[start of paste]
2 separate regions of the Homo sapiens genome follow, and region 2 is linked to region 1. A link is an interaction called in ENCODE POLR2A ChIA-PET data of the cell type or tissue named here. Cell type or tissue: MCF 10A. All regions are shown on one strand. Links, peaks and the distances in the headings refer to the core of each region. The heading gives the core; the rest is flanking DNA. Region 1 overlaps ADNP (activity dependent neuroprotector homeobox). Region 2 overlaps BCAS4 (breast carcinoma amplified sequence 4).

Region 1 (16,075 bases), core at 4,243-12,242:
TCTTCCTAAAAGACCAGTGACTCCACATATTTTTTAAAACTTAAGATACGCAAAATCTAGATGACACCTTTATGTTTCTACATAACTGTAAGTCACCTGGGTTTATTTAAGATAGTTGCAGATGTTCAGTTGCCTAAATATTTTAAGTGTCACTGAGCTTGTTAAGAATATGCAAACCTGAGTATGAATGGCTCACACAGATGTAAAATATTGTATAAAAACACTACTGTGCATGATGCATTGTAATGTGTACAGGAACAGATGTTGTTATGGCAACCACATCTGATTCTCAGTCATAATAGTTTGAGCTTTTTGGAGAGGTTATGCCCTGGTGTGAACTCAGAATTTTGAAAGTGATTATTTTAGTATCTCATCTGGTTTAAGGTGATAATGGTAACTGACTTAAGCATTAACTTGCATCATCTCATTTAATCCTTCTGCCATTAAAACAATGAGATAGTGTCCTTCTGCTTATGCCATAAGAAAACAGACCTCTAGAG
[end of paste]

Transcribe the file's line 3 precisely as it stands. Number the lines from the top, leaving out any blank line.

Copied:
TCTTCCTAAAAGACCAGTGACTCCACATATTTTTTAAAACTTAAGATACGCAAAATCTAGATGACACCTTTATGTTTCTACATAACTGTAAGTCACCTGGGTTTATTTAAGATAGTTGCAGATGTTCAGTTGCCTAAATATTTTAAGTGTCACTGAGCTTGTTAAGAATATGCAAACCTGAGTATGAATGGCTCACACAGATGTAAAATATTGTATAAAAACACTACTGTGCATGATGCATTGTAATGTGTACAGGAACAGATGTTGTTATGGCAACCACATCTGATTCTCAGTCATAATAGTTTGAGCTTTTTGGAGAGGTTATGCCCTGGTGTGAACTCAGAATTTTGAAAGTGATTATTTTAGTATCTCATCTGGTTTAAGGTGATAATGGTAACTGACTTAAGCATTAACTTGCATCATCTCATTTAATCCTTCTGCCATTAAAACAATGAGATAGTGTCCTTCTGCTTATGCCATAAGAAAACAGACCTCTAGAG